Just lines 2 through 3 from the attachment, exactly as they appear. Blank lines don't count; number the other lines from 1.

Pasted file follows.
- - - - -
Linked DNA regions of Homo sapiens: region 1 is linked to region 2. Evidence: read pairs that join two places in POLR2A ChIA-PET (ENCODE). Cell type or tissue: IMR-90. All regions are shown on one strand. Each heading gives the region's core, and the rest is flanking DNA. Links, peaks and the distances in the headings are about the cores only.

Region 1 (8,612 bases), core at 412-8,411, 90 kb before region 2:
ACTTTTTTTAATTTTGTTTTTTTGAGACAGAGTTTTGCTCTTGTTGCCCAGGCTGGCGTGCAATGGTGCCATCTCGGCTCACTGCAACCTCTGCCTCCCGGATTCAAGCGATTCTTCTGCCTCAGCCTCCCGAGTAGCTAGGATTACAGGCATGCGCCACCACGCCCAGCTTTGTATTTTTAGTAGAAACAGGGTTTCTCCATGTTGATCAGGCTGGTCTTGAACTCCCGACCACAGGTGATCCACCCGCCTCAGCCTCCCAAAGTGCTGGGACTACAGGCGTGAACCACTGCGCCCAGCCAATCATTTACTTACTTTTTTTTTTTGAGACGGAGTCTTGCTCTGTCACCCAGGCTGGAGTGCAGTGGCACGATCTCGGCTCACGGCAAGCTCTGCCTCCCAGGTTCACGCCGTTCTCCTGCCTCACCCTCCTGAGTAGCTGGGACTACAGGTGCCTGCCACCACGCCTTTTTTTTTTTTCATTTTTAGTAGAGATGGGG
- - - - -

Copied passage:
Region 1 (8,612 bases), core at 412-8,411, 90 kb before region 2:
ACTTTTTTTAATTTTGTTTTTTTGAGACAGAGTTTTGCTCTTGTTGCCCAGGCTGGCGTGCAATGGTGCCATCTCGGCTCACTGCAACCTCTGCCTCCCGGATTCAAGCGATTCTTCTGCCTCAGCCTCCCGAGTAGCTAGGATTACAGGCATGCGCCACCACGCCCAGCTTTGTATTTTTAGTAGAAACAGGGTTTCTCCATGTTGATCAGGCTGGTCTTGAACTCCCGACCACAGGTGATCCACCCGCCTCAGCCTCCCAAAGTGCTGGGACTACAGGCGTGAACCACTGCGCCCAGCCAATCATTTACTTACTTTTTTTTTTTGAGACGGAGTCTTGCTCTGTCACCCAGGCTGGAGTGCAGTGGCACGATCTCGGCTCACGGCAAGCTCTGCCTCCCAGGTTCACGCCGTTCTCCTGCCTCACCCTCCTGAGTAGCTGGGACTACAGGTGCCTGCCACCACGCCTTTTTTTTTTTTCATTTTTAGTAGAGATGGGG